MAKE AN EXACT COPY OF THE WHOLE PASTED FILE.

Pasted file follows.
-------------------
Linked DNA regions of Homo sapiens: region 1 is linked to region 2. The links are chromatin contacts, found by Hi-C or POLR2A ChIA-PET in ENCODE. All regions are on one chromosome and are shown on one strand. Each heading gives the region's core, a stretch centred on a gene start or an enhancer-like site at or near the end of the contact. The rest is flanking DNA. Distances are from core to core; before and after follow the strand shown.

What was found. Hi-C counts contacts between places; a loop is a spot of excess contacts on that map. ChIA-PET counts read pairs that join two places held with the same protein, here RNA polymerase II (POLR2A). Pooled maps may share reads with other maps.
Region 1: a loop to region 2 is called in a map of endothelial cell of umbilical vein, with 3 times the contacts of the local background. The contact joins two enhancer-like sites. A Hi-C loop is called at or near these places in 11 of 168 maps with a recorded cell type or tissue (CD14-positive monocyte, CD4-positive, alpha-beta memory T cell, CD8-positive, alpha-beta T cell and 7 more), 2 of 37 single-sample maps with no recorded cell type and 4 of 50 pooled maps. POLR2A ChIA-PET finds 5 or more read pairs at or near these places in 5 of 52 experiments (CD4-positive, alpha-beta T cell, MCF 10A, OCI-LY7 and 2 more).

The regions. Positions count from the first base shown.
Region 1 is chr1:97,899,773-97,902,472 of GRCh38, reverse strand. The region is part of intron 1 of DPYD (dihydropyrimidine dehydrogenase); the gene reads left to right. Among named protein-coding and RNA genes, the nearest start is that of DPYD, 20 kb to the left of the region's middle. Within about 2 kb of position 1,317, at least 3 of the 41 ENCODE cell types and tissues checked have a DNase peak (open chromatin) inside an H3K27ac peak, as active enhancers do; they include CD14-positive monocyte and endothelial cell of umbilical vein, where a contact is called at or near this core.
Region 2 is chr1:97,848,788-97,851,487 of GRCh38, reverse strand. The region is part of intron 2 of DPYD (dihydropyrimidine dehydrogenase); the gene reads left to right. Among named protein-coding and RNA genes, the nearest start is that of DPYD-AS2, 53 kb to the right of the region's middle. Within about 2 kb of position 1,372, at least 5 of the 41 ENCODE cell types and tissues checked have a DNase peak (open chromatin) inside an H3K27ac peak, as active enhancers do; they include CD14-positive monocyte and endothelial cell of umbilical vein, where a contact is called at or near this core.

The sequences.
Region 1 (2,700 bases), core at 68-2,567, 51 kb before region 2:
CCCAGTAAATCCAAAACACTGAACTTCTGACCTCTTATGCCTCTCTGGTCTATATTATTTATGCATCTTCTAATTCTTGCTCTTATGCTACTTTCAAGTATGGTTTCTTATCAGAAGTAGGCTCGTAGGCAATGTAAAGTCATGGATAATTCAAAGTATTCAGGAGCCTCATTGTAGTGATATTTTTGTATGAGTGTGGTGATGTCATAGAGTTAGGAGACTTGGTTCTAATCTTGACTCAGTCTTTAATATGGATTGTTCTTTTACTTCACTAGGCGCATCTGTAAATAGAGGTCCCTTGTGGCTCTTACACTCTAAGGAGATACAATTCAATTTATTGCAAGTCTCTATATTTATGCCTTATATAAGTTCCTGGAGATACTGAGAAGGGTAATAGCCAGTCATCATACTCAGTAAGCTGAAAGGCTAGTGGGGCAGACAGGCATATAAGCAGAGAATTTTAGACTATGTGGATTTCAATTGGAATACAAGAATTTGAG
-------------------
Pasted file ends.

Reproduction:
Linked DNA regions of Homo sapiens: region 1 is linked to region 2. The links are chromatin contacts, found by Hi-C or POLR2A ChIA-PET in ENCODE. All regions are on one chromosome and are shown on one strand. Each heading gives the region's core, a stretch centred on a gene start or an enhancer-like site at or near the end of the contact. The rest is flanking DNA. Distances are from core to core; before and after follow the strand shown.

What was found. Hi-C counts contacts between places; a loop is a spot of excess contacts on that map. ChIA-PET counts read pairs that join two places held with the same protein, here RNA polymerase II (POLR2A). Pooled maps may share reads with other maps.
Region 1: a loop to region 2 is called in a map of endothelial cell of umbilical vein, with 3 times the contacts of the local background. The contact joins two enhancer-like sites. A Hi-C loop is called at or near these places in 11 of 168 maps with a recorded cell type or tissue (CD14-positive monocyte, CD4-positive, alpha-beta memory T cell, CD8-positive, alpha-beta T cell and 7 more), 2 of 37 single-sample maps with no recorded cell type and 4 of 50 pooled maps. POLR2A ChIA-PET finds 5 or more read pairs at or near these places in 5 of 52 experiments (CD4-positive, alpha-beta T cell, MCF 10A, OCI-LY7 and 2 more).

The regions. Positions count from the first base shown.
Region 1 is chr1:97,899,773-97,902,472 of GRCh38, reverse strand. The region is part of intron 1 of DPYD (dihydropyrimidine dehydrogenase); the gene reads left to right. Among named protein-coding and RNA genes, the nearest start is that of DPYD, 20 kb to the left of the region's middle. Within about 2 kb of position 1,317, at least 3 of the 41 ENCODE cell types and tissues checked have a DNase peak (open chromatin) inside an H3K27ac peak, as active enhancers do; they include CD14-positive monocyte and endothelial cell of umbilical vein, where a contact is called at or near this core.
Region 2 is chr1:97,848,788-97,851,487 of GRCh38, reverse strand. The region is part of intron 2 of DPYD (dihydropyrimidine dehydrogenase); the gene reads left to right. Among named protein-coding and RNA genes, the nearest start is that of DPYD-AS2, 53 kb to the right of the region's middle. Within about 2 kb of position 1,372, at least 5 of the 41 ENCODE cell types and tissues checked have a DNase peak (open chromatin) inside an H3K27ac peak, as active enhancers do; they include CD14-positive monocyte and endothelial cell of umbilical vein, where a contact is called at or near this core.

The sequences.
Region 1 (2,700 bases), core at 68-2,567, 51 kb before region 2:
CCCAGTAAATCCAAAACACTGAACTTCTGACCTCTTATGCCTCTCTGGTCTATATTATTTATGCATCTTCTAATTCTTGCTCTTATGCTACTTTCAAGTATGGTTTCTTATCAGAAGTAGGCTCGTAGGCAATGTAAAGTCATGGATAATTCAAAGTATTCAGGAGCCTCATTGTAGTGATATTTTTGTATGAGTGTGGTGATGTCATAGAGTTAGGAGACTTGGTTCTAATCTTGACTCAGTCTTTAATATGGATTGTTCTTTTACTTCACTAGGCGCATCTGTAAATAGAGGTCCCTTGTGGCTCTTACACTCTAAGGAGATACAATTCAATTTATTGCAAGTCTCTATATTTATGCCTTATATAAGTTCCTGGAGATACTGAGAAGGGTAATAGCCAGTCATCATACTCAGTAAGCTGAAAGGCTAGTGGGGCAGACAGGCATATAAGCAGAGAATTTTAGACTATGTGGATTTCAATTGGAATACAAGAATTTGAG